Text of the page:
“Speak No Evil” – Movie Review

Is there anything more awkward or uncomfortable than staying with strangers and realizing just how strange they are?  Shudder’s latest original film Speak No Evil taps into that fear and takes it to a genuinely disturbing place.  A co-production of Denmark and the Netherlands, Speak No Evil slow burns its way to a grisly final act.

Vacation From Hell
All begins great as Danish couple Bjørn and Louise vacation with their daughter Agnes and they befriend a seemingly charming Dutch couple Patrick and Karin.  They have a son of their own, and the two families hit it off right from the start, with Patrick and Karin insisting that Bjørn, Louise, and Agnes come stay with them at their home in the Netherlands.

Just because you got along hanging out in public on vacation, doesn’t mean you should necessarily stay in that person’s house…

Soon enough, the Danish family takes up the Dutch couples’ offer and even though they don’t know each other too well at this point, they decide to stay in their home.  Almost immediately, Patrick and Karin display odd and unsettling behavior, initially beginning as just awkward, but getting more and more frightening as time goes on.

Very Slow Burn (Minor Spoilers)
Speak No Evil is certainly well-written and well-acted, but for those expecting the film to go full horror in the first hour, you may be left waiting for a while.  At risk of sounding cliché, the best way to describe the film would be suspenseful.  You watch Bjørn and Louise observe a myriad of red flags and the longer they go without doing anything about them, the more frustrated you get and anxious you are to see where this is all leading.

Fedja van Huêt and Karina Smulders (who are married in real life) are both amazing at being very creepy, but always somehow having an explanation for what they’re doing.

However, this complaint about the film taking too long to go full horror might just be a modern interpretation.  After all, classics of old like Rosemary’s Baby famously built up tension and the final payoff was only the last few minutes.  So in that regard, Speak No Evil may be paying homage to an older style and older pacing of the genre.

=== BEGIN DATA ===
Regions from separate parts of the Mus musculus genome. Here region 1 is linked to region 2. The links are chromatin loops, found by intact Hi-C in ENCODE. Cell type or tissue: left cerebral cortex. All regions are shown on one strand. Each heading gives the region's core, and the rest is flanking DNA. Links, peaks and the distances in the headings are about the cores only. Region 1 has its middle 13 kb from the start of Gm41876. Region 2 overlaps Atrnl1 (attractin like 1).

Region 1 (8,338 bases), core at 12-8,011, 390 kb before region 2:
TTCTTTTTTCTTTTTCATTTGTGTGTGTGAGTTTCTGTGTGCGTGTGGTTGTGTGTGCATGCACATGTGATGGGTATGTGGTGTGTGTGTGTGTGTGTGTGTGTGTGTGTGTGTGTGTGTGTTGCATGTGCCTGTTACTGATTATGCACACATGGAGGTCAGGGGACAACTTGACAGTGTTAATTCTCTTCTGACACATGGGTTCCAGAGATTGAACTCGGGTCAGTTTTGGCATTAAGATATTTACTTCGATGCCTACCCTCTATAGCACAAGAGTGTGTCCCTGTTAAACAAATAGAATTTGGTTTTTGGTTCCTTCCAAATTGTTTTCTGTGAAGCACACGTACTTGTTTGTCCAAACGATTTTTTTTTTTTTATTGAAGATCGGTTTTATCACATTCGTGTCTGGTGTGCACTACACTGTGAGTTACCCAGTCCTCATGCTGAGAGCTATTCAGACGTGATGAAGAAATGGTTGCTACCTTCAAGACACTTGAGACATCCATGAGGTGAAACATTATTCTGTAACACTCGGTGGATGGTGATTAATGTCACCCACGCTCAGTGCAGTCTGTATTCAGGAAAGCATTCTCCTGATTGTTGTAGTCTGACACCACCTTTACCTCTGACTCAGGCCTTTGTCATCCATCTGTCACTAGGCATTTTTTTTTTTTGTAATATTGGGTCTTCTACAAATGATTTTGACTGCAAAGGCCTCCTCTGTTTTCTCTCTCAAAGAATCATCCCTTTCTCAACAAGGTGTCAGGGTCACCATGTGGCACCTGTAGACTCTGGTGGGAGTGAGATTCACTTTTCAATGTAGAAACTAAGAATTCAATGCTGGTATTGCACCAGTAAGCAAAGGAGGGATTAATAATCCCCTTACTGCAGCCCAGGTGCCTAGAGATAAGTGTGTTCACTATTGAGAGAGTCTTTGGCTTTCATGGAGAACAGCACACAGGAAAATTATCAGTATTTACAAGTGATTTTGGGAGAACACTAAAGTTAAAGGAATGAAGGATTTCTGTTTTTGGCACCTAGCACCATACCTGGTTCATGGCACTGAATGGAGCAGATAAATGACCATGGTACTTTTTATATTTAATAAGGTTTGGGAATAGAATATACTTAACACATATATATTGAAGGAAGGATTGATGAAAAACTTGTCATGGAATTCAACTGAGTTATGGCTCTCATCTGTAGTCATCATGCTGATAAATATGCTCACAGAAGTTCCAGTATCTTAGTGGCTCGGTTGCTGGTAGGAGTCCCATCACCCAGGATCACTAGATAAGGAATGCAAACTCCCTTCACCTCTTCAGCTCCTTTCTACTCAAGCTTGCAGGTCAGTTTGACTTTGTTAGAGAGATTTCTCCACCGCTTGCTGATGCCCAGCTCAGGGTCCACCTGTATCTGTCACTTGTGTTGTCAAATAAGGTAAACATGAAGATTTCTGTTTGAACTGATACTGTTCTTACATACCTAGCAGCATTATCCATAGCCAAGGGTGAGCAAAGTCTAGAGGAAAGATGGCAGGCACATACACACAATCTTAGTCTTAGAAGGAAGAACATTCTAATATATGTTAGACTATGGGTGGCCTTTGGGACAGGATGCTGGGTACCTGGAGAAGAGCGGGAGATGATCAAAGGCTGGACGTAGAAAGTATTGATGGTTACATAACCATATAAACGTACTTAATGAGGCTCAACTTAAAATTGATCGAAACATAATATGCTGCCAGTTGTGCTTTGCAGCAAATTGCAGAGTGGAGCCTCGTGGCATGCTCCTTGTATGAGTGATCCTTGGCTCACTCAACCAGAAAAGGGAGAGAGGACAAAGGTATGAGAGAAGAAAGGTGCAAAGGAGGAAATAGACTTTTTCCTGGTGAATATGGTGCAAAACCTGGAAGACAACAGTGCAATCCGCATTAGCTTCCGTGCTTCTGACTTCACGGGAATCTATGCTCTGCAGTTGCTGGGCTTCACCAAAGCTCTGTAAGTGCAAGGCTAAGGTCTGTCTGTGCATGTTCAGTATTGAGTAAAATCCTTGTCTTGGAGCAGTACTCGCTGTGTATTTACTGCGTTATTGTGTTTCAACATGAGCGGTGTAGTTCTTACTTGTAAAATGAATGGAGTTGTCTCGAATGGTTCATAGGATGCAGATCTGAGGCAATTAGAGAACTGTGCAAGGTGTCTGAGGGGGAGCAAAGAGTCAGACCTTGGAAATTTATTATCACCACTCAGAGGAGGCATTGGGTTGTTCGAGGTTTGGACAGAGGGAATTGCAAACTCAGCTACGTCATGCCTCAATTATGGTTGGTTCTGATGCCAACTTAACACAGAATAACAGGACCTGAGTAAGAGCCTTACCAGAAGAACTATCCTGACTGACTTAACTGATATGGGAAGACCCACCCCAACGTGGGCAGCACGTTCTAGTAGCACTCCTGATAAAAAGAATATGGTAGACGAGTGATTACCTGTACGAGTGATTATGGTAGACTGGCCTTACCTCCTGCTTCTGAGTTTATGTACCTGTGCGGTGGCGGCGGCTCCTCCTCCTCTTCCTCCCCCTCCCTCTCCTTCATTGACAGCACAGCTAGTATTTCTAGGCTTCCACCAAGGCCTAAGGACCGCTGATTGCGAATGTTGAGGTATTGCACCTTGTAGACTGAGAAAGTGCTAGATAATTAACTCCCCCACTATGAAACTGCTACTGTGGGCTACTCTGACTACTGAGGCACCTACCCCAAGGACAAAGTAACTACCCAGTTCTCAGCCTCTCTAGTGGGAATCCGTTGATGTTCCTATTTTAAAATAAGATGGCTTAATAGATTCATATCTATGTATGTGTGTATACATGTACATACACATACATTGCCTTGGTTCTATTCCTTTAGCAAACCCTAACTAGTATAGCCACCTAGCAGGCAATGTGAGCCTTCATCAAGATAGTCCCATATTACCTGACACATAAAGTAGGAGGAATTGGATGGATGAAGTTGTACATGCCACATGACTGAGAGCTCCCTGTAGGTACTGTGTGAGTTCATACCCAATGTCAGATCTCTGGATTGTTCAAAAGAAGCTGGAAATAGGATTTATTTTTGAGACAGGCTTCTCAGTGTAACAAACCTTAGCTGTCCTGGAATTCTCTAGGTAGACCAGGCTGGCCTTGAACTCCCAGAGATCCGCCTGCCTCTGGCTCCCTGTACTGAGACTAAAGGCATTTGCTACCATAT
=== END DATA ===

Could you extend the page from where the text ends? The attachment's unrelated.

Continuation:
Volatile Final Act (Major Spoilers)
After nearly an hour of watching the incredibly too polite Danish couple tiptoe their way around feeling awkward, the sinister Dutch couple make their intentions known and the results are legitimately grisly.  Without getting to too much detail, it involves harm against children, and an incredibly bleak and raw look at violence against people who truly don’t deserve it.

Sinister secrets are discovered…

It’s tempting to criticize Bjørn and Louise for overlooking so many red flags.  It’s even more tempting to criticize them for making absolutely no effort to fight back whatsoever, even when their lives are in danger.  Bjørn even sobbingly pleads with Patrick and Karin, “Why are you doing this?”  And Patrick’s chilling response is, “Because you let us.”

There’s no way for anyone to know how they would act in a life or death situation like that if you’ve never experienced it.  And while we love to talk about fight or flight, there’s a commonly overlooked third option, freeze.  In a way, the ill-fated Danish couple represent any ordinary person put into that situation, almost leading to a metaphor of how evil continues to thrive because the ordinary are too afraid to stop it.

If you don’t mind slow burns, Speak No Evil makes for an interesting watch that is certain to leave you feeling disturbed and uncomfortable by the end!

What did you think of Speak No Evil?  Let us know in the comments!

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